What the Papers Say, July 5, 2013
- BBC Monitoring
- Jul. 05 2013 09:38
- Last edited 09:38
1. Yevgeny Timoshinov article headlined "Sergei Chemezov draws air lines" says that Sergei Chemezov, head of the Rostec state corporation, has drafted his own plan of the Aeroflot airline's privatization. Meanwhile, Rostec may obtain Aeroflot's shares even before the privatization if it finds a strategic investor for the airline; pp 1, 7 (496 words).
2. Andrei Kolesnikov article headlined "Citizen to be trusted" gives an ironic account of President Vladimir Putin's meeting with human rights activists and comments on his proposal to the head of the Civil Dignity organization, Ella Pamfilova, to act as operator in distributing budget money for NGOs; pp 1, 3 (1,809 words).
3. Sergei Sobolev article headlined "Takeover of demand in store for Egypt" says that experts warn that the coup in Egypt will result in yet another drop in the number of tourists; pp 1, 5 (480 words).
4. Anna Pushkarskaya article headlined "Prisons not so far from ballot-boxes" says that the European Court of Human Rights has ruled that the Russian constitution, which bans prisoners from voting, violates the Convention for the Protection of Human Rights and Fundamental Freedoms; pp 1-2 (669 words).
5. Anna Pushkarskaya interview with Dmitry Dedov, a judge at the European Court of Human Rights headlined "ECHR's ruling unlikely to affect murderers" where he comments on the decision of the ECHR that the article of the constitution that prohibits prisoners from exercising their voting rights violates the Convention for the Protection of Human Rights and Fundamental Freedoms; p 2 (549 words).
6. Musa Muradov et al. report headlined "Yunus-Bek Yevkurov runs for new term" says that at a meeting with head of Ingushetia Yunus-Bek Yevkurov, Putin has accepted his resignation and, having learned about his intention to run for the republic's head, appointed him acting head of the republic; p 2 (606 words).
7. Viktor Khamrayev et al. report headlined "Velocity correction calculated for academicians" says that the authorities and representatives of the academic circles seemed to reach a compromise on the wording of the bill to reform the Russian Academy of Sciences; p 3 (914 words).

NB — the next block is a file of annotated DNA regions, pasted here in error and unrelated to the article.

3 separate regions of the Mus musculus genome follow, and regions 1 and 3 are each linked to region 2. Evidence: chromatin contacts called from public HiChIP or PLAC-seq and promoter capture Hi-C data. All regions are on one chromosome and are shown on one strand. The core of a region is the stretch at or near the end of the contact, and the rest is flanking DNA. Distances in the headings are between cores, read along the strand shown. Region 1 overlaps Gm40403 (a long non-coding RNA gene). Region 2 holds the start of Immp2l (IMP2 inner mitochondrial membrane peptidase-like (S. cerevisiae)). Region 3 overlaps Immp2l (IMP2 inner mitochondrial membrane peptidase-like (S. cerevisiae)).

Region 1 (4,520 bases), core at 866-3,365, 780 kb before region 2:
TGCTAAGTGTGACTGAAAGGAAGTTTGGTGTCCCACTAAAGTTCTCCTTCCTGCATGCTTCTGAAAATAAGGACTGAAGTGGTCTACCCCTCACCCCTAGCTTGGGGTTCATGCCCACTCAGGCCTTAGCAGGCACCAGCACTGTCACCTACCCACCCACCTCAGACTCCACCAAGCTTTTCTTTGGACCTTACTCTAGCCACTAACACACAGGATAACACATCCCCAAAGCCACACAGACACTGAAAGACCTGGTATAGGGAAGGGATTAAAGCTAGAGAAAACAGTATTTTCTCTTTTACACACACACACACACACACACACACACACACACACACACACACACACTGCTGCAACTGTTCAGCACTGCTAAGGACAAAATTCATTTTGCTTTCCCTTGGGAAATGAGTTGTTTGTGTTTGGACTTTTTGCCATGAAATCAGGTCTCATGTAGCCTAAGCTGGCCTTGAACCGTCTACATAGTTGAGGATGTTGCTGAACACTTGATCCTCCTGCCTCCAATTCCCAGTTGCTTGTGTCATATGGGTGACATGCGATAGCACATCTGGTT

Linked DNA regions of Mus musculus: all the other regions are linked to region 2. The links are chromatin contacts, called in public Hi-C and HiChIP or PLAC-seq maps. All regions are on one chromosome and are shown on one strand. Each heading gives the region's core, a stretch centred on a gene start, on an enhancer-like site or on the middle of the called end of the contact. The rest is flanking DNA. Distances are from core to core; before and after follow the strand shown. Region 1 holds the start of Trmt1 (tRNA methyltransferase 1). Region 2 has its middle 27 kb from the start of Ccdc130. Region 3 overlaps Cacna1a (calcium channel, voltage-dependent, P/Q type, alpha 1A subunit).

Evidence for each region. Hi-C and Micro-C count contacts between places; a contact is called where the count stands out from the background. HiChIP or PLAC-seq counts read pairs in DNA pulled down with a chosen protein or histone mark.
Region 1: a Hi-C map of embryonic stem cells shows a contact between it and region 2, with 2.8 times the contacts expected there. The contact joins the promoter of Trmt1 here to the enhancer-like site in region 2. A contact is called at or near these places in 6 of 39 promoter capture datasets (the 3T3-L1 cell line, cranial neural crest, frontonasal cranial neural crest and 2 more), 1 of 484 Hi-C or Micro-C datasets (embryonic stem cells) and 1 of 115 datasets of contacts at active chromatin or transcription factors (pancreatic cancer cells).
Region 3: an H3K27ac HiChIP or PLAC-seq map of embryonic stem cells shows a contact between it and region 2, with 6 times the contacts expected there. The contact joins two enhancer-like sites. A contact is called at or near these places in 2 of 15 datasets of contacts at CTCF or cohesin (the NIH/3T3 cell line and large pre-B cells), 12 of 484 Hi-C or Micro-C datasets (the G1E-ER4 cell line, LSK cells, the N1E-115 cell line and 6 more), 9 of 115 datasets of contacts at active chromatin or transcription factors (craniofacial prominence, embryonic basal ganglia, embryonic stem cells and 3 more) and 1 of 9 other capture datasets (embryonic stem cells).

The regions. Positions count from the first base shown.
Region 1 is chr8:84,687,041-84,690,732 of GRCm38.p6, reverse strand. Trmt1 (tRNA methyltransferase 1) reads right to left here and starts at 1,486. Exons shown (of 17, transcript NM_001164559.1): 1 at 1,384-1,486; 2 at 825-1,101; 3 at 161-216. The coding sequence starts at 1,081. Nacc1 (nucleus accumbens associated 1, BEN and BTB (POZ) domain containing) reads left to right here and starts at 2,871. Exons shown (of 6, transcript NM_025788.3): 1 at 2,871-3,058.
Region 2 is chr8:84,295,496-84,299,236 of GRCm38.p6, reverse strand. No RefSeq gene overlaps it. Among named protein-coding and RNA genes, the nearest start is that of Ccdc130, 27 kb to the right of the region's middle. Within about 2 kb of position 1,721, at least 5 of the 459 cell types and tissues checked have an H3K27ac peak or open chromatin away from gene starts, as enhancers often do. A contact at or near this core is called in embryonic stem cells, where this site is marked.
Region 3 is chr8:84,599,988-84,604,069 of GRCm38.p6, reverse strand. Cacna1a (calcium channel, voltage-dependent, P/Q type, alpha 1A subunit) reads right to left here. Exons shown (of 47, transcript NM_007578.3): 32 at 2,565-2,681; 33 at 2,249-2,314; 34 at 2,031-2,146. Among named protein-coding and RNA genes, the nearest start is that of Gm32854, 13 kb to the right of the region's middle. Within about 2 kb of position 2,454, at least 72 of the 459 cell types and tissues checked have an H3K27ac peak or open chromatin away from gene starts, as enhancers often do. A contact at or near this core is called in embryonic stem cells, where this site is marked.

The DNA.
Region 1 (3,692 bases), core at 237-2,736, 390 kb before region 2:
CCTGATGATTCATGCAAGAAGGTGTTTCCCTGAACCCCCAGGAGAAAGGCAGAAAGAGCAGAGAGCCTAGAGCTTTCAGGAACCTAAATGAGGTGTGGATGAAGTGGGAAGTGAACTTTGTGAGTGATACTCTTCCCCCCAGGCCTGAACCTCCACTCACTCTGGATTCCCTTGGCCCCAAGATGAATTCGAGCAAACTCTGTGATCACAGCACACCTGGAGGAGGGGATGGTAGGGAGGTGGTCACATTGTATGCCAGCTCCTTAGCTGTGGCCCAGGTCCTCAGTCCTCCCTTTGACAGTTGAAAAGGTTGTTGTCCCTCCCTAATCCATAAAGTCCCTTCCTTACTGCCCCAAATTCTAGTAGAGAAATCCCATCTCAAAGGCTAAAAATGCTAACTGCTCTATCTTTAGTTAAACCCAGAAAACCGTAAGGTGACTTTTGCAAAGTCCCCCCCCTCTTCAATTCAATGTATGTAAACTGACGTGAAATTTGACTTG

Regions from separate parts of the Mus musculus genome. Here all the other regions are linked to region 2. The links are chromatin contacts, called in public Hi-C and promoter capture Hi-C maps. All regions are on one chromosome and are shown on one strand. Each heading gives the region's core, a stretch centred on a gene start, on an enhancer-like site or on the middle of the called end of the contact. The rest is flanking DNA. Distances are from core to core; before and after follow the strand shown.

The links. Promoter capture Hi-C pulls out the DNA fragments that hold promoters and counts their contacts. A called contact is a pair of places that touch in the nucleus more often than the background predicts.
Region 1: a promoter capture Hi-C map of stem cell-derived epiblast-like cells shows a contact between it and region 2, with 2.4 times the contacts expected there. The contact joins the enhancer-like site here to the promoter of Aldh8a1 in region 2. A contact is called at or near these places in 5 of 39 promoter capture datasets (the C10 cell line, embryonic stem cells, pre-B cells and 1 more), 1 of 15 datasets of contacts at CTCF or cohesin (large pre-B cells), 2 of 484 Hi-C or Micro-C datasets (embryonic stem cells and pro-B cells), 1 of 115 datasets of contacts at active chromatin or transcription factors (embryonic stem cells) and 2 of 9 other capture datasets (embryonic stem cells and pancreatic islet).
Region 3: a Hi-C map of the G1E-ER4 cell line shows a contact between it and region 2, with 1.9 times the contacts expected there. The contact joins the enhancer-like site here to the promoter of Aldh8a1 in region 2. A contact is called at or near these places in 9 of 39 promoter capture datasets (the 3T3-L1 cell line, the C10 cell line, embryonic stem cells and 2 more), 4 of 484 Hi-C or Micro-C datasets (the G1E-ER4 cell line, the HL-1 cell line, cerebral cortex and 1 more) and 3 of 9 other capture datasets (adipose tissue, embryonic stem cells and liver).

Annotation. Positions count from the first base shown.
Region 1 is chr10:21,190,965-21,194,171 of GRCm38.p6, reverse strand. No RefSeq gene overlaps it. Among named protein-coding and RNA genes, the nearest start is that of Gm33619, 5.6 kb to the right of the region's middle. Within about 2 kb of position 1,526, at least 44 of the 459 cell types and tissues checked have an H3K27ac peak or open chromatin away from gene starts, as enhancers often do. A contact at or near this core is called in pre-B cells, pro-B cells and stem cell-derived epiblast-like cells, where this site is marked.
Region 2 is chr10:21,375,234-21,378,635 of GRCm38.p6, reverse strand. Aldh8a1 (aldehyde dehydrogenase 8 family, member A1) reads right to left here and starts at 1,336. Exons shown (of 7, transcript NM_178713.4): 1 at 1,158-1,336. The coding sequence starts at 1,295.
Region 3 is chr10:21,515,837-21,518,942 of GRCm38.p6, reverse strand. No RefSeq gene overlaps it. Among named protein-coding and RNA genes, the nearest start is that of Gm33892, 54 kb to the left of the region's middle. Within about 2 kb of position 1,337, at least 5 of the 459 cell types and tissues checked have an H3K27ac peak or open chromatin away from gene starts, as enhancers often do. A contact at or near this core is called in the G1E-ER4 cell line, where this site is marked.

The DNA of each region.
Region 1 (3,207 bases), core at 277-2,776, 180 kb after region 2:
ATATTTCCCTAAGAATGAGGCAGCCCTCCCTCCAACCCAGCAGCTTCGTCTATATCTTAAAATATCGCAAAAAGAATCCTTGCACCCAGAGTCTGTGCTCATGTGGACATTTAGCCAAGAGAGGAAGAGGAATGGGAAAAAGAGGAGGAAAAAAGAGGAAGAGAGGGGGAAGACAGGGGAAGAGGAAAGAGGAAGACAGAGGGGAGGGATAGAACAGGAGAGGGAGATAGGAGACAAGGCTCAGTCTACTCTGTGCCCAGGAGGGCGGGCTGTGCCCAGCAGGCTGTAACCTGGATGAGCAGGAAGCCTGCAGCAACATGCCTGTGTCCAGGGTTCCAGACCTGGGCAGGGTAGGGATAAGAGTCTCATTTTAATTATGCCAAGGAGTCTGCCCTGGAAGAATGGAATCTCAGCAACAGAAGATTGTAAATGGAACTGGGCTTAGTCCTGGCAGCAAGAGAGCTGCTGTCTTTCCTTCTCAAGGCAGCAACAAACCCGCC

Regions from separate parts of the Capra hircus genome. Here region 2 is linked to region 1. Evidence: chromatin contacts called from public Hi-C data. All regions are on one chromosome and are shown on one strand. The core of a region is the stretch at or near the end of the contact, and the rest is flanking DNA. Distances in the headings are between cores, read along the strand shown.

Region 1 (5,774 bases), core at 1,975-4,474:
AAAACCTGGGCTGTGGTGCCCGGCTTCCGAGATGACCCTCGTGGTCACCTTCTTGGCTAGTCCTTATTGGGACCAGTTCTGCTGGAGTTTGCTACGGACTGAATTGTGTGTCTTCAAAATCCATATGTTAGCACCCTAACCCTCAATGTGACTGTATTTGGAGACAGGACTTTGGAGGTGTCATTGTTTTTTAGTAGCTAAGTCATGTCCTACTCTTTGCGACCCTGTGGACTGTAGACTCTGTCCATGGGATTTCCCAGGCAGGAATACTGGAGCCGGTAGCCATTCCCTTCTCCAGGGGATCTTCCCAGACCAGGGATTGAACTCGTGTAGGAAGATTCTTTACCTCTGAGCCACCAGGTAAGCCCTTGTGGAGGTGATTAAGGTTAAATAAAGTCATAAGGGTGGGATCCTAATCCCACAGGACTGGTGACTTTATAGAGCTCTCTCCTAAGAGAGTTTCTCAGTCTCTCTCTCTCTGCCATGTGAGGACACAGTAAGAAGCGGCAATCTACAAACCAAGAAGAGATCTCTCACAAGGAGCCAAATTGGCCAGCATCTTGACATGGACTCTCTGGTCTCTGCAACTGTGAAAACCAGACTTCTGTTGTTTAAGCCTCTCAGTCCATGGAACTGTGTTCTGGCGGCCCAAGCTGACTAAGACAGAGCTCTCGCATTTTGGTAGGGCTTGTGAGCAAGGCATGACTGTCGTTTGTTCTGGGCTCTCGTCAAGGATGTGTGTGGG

8. Petr Netreba and Anastasya Manuylova article headlined "Budget of vague implementation" says that the government has approved the main parameters of the 2014-16 budget and adds that even some ministers doubt that it can be fulfilled; p 4 (625 words).
9. Nikolay Sergeyev article headlined "Female face of unidentified persons appears" says that former tax officer Olga Tsymay, who is included in the Magnitsky list, is the first to face charges in line with a high-profile case of illegal VAT reimbursement of R4.4bn; p 4 (735 words).
10. Pavel Tarasenko article headlined "USA to report on Edward Snowden's revelations" says that trying to mitigate the consequences of former CIA contractor Edward Snowden's revelations about U.S. surveillance of foreign diplomats, President Barack Obama has agreed to call an urgent meeting of U.S. and German law enforcers to talk through the problem; p 5 (398 words).
11. Sergei Strokan article headlined "Islamists turned to secular state" says that the toppling of Egyptian President Muhammad Morsi may serve as a turning point for all Arab Spring revolutions and enable advocates of a secular state to seize the initiative from Islamists; p 5 (819 words).
1. Alexei Gorbachev article headlined "Urlashov case backfires at Prokhorov" says that Yaroslavl mayor Yevgeny Urlashov's detention on bribery charges eliminates chances for Mikhail Prokhorov's Civil Platform to get to the regional Duma in the autumn election as Urlashov heads the party's list; pp 1-2 (664 words).